Something to always keep in mind is the purity and quality of the powder. A very high level of quality is needed for products in aerospace and medical applications. We diligently worked to develop a system to eliminate cross-contamination and implement the right procedures and techniques to consistently provide the same powder properties time-after-time.
Since contamination is a concern in titanium processing, what should a customer look for in a powder supplier’s system?
Any powder contamination risks the material’s chemistry and changes its properties. Typically each material is made to a specific standard set by the industry, a customer or a direct powder supplier, so any change to the standard is unacceptable.
We use a refractory-free process in our electrode induction gas atomization (EIGA) atomizer, which ensures no contamination pick-up from our liners because our molten metal does not touch any refractory or anything in molten state. This can be an issue with other induction furnace systems. In addition, proper clean-out procedures throughout the process are in place to reduce the risk of contamination from previous lots.
Let’s talk about the research you will be presenting at the PMTi Conference in September. What is your topic on?
I’ll be presenting the work this team has done to bring new titanium high-temperature and high-strength alloys to the market. Included in this material development are the materials I mentioned previously: Beta 21S, Ti-5553 and Ti-6242. These are available in both laser powder bed fusion and electron beam applications. We extensively studied the as-printed and heat- treated properties of these various titanium alloys, so I will be presenting on our results and how they can be useful for our customers.
You mentioned these are available laser bed and electron beam-based AM applications – what is the different between the two?
For laser-based AM processes, the powder will be much finer, typically a 20-60 micron. For electron beam-based AM processes, you will find powder to be in the rage of 50-100 micron, depending on the energy source needed. There will also be minor chemistry differences related to oxygen content with coarser powder containing less oxygen, but we can vary our feed material to adjust for what customers need.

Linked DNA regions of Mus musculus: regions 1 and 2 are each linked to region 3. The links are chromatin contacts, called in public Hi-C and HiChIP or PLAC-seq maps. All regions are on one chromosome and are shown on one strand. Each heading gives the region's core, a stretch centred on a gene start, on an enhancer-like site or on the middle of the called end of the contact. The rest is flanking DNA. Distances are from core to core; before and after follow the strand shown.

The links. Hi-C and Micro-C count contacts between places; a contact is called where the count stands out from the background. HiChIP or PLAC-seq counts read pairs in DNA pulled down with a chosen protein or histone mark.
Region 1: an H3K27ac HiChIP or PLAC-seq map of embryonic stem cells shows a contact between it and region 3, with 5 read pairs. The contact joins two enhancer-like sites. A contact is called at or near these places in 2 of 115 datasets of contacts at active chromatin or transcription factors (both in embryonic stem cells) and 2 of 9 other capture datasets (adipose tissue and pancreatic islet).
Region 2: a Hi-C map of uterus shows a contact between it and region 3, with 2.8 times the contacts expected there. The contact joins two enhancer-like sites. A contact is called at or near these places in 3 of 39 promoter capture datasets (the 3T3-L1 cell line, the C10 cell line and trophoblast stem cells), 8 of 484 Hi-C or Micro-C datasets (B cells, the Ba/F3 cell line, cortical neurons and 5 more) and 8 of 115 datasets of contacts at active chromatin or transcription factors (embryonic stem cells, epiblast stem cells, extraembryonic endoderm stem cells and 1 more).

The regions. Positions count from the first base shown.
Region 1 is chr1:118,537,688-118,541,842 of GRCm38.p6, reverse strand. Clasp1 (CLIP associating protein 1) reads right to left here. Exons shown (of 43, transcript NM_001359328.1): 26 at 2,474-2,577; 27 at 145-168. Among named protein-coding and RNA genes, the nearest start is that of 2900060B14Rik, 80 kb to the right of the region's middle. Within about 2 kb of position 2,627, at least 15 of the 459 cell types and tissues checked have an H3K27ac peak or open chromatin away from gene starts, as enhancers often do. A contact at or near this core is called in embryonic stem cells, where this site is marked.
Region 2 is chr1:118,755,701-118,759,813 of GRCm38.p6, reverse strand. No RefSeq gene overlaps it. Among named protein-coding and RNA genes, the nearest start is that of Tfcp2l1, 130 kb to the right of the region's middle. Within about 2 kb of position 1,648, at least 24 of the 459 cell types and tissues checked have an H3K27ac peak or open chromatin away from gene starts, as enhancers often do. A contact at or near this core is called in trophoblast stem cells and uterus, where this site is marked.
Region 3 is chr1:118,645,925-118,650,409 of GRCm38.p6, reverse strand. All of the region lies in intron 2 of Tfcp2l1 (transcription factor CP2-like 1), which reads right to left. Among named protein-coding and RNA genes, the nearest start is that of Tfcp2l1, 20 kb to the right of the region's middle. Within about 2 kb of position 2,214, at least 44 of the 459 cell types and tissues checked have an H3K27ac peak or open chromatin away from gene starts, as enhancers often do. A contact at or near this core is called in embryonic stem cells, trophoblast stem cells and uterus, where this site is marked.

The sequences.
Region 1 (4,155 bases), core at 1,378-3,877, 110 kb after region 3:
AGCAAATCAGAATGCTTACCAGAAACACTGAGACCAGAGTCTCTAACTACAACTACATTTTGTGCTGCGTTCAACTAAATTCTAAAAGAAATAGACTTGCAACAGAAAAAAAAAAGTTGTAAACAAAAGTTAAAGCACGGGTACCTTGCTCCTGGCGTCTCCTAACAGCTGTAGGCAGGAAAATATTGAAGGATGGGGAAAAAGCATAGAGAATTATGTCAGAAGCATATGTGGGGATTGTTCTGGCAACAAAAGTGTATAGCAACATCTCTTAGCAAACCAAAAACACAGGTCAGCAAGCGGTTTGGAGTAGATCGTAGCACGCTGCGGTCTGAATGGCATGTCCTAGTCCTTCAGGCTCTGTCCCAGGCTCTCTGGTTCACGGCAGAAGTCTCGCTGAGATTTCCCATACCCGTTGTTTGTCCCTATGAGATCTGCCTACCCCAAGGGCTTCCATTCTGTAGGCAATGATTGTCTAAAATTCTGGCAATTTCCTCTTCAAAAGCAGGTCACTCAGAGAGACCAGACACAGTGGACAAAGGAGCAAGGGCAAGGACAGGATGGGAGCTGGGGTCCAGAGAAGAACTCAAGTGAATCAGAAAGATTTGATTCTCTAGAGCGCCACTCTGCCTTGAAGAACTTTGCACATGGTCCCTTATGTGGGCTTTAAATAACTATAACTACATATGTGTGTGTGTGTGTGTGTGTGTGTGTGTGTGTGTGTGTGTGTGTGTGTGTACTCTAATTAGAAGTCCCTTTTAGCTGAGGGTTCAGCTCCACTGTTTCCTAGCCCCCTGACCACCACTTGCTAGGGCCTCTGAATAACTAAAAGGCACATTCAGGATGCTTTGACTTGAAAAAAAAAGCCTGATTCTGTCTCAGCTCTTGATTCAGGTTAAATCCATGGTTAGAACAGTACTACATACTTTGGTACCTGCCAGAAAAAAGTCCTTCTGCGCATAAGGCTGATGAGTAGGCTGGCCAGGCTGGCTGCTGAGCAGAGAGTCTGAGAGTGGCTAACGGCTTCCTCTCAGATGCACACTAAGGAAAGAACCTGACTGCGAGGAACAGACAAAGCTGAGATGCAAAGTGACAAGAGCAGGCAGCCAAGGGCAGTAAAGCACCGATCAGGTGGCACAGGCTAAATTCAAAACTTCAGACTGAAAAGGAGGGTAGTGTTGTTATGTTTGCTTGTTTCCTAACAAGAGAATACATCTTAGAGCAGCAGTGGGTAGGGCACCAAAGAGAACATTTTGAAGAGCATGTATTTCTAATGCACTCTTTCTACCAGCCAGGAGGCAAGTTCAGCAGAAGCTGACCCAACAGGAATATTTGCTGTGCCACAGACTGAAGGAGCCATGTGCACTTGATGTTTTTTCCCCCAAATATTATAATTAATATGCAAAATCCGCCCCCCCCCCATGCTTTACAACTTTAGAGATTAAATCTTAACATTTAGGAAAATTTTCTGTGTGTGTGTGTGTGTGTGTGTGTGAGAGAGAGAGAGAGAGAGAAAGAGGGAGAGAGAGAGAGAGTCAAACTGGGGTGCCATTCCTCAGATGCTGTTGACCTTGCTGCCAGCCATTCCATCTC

What are you most excited for at the PMTi Conference?
I am really excited because this will be the first time the PMTi conference is in North America. I am eager to use the opportunity to promote our titanium powder capabilities and meet with new customers and partners for collaboration on the technology.
It is inspiring that we finally have a powder metallurgy conference focused on titanium itself because it’s typically overlooked at other conferences even though it’s such a growing area in the AM market. It will be great to get on stage and teach others about what we’ve been doing and how we can help them with their processes. This will also be a fantastic opportunity to talk directly with potential customers and hear about their current challenges, what they’re looking for in powders and see where we can collaborate for improvements.
George will present on the characterizations and behaviors of high temperature titanium alloy powder by comparing powder properties, as-printed and heat-treated mechanical properties for use in high performance applications. Join George and the GKN Additive Materials team at the PMTi Conference from Sept. 24-27 at the University of Utah.